Dracula's Daughter (Lambert Hillyer / U.S., 1936):

The burden of family, and of oppressed queerness (especially following the Production Code). The Count has just been staked, Van Helsing (Edward Van Sloan) is taken in by British officers -- it is "a case for Scotland Yard," the professor faces the gallows. Countess Zaleska (Gloria Holden) steps out of the fog, only her hypnotic eyes visible, to claim daddy's corpse; Dracula is consumed by fire, the daughter raises a cross over the pyre, shielding her gaze with a cape. Hoping for deliverance from her undead bondage, she yearns for normalcy, but manservant Irving Pichel (done like Muni in Scarface) knows better: "What do you see in my eyes?" "Death." James Whale was replaced by Lambert Hillyer, his first screenplay went through many hands (including a David O. Selznick "suggestion"), yet the shift from Stoker to Le Fanu stays unmistakable -- Pichel scoops a starving morsel (Nan Grey) from the edge of the bridge to model for his mistress, the girl's bared shoulders foil the Countess' efforts to keep her "mind over the powers of darkness," the sequence ends with a brisk upward tilt from the screaming victim to a grimacing mask. Sexual transgression as occult anguish, the female vampire's omnisexual urges an affront to the patriarchy she hopes to join (England "expects every man to do his duty"): Holden's patrician beauty calls for doctor Otto Kruger to aid neutralize her impulses, only for Kruger to attribute the lack of mirrors in her lair to a suspicious absence of female vanity. The Countess ditches London for Transylvania and a chill washes over the festivities upon her return; Marguerite Churchill fights her status as the docile, ingénue half of the reassuringly heterosexual couple by pulling pranks on Kruger (the touch of screwball amid the horror), but her transformation from snappy Girl-Friday to endangered damsel is mandatory for the times. Van Helsing questions the border between "the superstition of yesterday and the scientific fact of tomorrow," the argument picked up by '70s Hammer, Stephanie Rothman, Jess Franco, Rice, Buffy. With Gilbert Emery, Halliwell Hobbes, Billy Bevan, Hedda Hopper, and E.E. Clive. In black and white.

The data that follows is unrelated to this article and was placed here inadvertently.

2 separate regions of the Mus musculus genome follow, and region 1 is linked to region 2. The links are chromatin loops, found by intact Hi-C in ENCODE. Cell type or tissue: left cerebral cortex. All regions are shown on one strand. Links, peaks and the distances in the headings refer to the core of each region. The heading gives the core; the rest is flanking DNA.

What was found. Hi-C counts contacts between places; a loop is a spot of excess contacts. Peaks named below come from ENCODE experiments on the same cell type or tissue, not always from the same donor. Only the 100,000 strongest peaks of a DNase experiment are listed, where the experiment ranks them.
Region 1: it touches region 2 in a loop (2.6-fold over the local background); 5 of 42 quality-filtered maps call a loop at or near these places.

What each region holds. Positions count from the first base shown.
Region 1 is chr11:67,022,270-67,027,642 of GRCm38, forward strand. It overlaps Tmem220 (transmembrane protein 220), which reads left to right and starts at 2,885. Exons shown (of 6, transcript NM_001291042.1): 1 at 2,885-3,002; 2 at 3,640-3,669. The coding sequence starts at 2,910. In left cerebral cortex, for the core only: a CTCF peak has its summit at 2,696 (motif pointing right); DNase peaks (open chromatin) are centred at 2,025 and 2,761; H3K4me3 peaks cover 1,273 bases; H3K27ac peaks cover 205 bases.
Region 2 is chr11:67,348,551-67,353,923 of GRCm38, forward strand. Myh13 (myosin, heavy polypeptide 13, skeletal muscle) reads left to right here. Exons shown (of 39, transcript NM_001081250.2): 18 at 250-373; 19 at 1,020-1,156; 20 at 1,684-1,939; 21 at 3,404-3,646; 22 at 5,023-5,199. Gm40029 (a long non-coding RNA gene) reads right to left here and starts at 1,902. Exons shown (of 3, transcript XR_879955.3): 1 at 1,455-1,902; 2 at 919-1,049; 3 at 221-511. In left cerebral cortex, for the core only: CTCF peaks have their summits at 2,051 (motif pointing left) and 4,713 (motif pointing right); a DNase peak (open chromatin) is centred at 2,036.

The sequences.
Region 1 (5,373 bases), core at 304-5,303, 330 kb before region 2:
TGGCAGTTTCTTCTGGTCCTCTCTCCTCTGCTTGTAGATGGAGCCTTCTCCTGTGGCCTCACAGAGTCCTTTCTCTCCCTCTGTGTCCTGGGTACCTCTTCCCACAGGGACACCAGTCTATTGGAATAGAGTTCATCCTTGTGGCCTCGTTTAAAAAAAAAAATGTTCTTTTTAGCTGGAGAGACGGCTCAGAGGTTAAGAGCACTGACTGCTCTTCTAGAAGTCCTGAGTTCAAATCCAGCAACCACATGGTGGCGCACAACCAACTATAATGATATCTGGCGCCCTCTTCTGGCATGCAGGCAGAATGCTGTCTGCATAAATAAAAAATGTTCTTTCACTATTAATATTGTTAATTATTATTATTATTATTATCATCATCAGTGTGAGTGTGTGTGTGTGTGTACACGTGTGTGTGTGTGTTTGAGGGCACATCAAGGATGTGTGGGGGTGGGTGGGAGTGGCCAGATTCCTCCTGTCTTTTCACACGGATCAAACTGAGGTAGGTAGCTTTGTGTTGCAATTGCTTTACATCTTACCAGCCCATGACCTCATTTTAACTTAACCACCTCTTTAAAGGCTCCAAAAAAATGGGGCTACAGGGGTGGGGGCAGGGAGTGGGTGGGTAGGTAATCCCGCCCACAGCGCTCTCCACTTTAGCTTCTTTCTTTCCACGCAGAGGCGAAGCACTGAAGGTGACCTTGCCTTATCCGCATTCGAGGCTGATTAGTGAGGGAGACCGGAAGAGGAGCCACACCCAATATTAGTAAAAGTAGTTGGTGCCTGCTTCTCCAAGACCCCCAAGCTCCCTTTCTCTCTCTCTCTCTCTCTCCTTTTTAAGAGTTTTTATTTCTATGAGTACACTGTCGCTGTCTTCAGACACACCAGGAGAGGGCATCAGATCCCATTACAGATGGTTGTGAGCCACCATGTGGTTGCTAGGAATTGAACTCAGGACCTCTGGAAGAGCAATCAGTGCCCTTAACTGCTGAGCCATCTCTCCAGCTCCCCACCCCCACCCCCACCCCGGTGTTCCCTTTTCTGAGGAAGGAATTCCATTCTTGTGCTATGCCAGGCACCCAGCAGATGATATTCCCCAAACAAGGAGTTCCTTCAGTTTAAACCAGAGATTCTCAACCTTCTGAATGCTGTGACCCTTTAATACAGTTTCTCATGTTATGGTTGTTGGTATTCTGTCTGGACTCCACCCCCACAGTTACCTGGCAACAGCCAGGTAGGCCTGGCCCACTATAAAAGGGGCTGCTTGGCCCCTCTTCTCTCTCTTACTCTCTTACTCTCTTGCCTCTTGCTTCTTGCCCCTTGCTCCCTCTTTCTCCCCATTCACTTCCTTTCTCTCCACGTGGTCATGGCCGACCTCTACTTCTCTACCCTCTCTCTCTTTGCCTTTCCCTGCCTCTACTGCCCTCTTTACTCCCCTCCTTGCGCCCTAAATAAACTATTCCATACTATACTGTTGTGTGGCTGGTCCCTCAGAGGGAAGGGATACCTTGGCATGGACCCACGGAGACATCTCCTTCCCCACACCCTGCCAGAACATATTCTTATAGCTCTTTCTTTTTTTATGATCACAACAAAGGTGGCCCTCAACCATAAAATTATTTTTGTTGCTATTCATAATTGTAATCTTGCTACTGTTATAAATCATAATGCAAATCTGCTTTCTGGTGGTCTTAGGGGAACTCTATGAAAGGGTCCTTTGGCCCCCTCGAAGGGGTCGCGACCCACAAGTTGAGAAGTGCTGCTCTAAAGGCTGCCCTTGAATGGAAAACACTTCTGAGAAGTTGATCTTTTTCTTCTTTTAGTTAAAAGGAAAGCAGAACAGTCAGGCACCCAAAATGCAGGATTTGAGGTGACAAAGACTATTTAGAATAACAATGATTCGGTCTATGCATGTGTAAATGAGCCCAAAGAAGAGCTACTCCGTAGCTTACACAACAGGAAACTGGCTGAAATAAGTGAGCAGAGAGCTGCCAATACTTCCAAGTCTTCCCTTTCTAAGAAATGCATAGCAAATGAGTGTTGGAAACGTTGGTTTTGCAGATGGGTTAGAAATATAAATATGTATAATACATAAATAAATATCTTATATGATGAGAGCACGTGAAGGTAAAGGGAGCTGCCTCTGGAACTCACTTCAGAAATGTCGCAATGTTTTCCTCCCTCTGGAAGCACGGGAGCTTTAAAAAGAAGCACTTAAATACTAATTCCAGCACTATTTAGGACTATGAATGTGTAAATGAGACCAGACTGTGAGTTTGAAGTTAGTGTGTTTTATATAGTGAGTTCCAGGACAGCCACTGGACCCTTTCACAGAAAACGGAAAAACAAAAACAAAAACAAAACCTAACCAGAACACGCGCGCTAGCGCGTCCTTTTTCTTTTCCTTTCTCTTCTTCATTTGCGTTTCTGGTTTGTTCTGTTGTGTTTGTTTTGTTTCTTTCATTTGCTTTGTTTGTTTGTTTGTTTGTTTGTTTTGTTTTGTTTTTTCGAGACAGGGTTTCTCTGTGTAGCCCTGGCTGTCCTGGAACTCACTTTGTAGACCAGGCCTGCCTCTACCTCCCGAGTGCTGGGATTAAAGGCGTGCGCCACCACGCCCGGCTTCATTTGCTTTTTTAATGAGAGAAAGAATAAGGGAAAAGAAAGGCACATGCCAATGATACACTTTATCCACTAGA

--- Fernando F. Croce

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